It would kill the past, and when that was dead, he would be free. It would kill this monstrous soul-life, and without its hideous warnings, he would be at peace. He seized the thing, and stabbed the picture with it.”The knife serves as a personification of his externally clean but internally corrupt soul. Even if his looks provide him with an escape route from his misdeeds, his soul still bears the burden of his wrongdoings just like the knife bears its hidden stain from the murder that it was used to commit even after it’s been wiped clean. It is the corrupted soul within the portrait that he attempts to kill without realizing that the death of the soul trapped in the portrait would be the death of him as it is still a part of him. As he pierces the knife into the painting he briefly becomes the hideous deteriorated self that was hidden under his beautiful facade while the portrait regains its original image.
Wilde induces the idea of Sigmund Freud’s, ‘The Uncanny’ into the painting of Dorian Gray as it ‘derives its terror not from something externally alien or unknown but -on the contrary- from something strangely familiar which defeats our efforts to separate ourselves from it’4. The portrait is Dorian’s double and at the same time not his double hence being a depiction of ‘The Uncanny’. Dorian’s outward appearance depicts who he used to be, as beautiful in the inside as he was on the outside. His entity was once ‘whole’ as opposed to his now disoriented and split self. The confinement of the soul results from sociological oppression induced into Dorian by the moral codes of the so called urbane Victorian era. Wilde, in order to further substantiate this split personality which otherwise can’t be observed in real life, makes use of fiction in such a way that it makes these subconscious thoughts, actions and its consequences observable attending to what Freud once said that, “fiction presents even more opportunities for creating uncanny feelings than are possible in real life”. Therefore it can be deduced from this analysis that the unconscious mind governs behavior to a greater degree than people suspect. Finally he uses the motif of the double to send a message to the public of how dangerous the lack of societal acceptance can be to the unconscious mind, forcing innocent and wise people to become such monsters.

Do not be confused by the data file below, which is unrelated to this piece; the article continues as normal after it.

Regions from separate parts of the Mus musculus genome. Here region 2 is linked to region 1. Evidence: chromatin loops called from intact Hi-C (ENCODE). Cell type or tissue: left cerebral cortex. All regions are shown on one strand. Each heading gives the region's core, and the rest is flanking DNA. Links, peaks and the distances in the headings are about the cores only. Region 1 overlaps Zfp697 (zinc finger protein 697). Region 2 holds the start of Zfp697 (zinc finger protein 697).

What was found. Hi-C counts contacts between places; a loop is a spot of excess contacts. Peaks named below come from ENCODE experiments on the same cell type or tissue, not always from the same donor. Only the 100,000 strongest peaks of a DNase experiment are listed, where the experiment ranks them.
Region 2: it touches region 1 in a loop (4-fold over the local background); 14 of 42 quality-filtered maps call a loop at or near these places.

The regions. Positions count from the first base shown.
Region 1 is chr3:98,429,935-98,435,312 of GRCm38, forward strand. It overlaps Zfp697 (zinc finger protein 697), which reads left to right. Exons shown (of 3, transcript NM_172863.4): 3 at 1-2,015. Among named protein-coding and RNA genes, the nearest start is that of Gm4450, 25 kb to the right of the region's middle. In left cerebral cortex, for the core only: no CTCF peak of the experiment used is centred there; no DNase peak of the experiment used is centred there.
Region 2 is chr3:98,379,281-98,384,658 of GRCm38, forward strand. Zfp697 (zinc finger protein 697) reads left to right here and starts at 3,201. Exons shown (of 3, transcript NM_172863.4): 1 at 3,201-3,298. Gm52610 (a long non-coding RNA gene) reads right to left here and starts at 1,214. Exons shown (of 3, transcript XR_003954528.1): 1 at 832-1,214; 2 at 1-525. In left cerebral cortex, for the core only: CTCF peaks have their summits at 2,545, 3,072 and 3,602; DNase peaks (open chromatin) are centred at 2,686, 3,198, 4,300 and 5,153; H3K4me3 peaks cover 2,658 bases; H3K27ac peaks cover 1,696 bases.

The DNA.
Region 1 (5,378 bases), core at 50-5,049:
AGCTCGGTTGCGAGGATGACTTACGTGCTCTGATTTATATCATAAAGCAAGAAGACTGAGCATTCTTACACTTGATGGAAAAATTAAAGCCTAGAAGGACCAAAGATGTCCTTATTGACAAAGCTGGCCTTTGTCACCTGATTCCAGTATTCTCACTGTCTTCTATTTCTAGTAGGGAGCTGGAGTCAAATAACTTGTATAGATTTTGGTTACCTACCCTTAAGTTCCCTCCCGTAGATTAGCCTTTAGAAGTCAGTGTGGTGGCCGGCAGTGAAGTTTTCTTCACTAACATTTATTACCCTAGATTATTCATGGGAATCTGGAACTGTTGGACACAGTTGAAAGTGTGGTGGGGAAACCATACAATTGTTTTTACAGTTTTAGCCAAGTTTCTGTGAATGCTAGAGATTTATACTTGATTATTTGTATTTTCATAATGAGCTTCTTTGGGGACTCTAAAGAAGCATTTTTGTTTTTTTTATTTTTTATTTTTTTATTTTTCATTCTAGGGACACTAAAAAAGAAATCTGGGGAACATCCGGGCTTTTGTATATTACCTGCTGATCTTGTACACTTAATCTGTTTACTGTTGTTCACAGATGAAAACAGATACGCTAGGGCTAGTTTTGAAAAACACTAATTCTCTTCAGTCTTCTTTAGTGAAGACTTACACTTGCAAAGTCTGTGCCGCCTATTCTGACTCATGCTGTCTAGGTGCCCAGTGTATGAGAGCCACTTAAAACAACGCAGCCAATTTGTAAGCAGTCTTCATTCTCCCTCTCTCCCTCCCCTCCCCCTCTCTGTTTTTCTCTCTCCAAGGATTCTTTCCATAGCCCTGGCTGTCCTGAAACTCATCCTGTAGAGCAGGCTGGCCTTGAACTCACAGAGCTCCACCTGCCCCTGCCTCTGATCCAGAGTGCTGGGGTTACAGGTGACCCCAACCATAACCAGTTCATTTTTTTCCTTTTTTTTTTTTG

Edgar Allen Poe’s novel, ‘William Wilson’ is rather similar to Wilde’s novel in its engagement with the psychological effects of fragmented identity. However the purpose for the creation of the double is different than that of Wilde’s. Poe’s double is william’s unconscious creation of a separate being to safeguard himself from his repressed desires and to keep himself from delving into vile acts. Because of the psychological detachment between the double and the self, William is able to unconsciously develop a conscious to protect himself and once the double reaches the crucial stage, it either provides the individual with the necessary impetus for a conscience or the double becomes the “uncanny herald of death.”8. The character William wilson goes through different stages of development starting from the formation of his egoistic tendencies to the repression of sexual desires to despotism.
In Freudian terms, these stages of development are termed “ego-duplication,” “ego-separation,” and “ego-substitution.”The first stage of development, the formation of his egoistic tendencies are brought to notice from his “ascendancy over” other children in the school “with a single exception” which is the doppelganger. Wilson is seen to be authoritative as he states that, “if there is on earth a supreme and unqualified despotism, it is the despotism of a mastermind in boyhood over the less energetic spirits of its companions”.
This demonstrates Wilson’s complete awareness of the dominance he has over others which he however dismisses as “unqualified despotism.”Wilson’s double in contradiction to Dorian’s is the result of his unconscious desire to prevent himself from being involved in vulgar acts by creating a separate embodiment of his virtuous self that serves as the conscience and helps him control his desire for manipulation and power.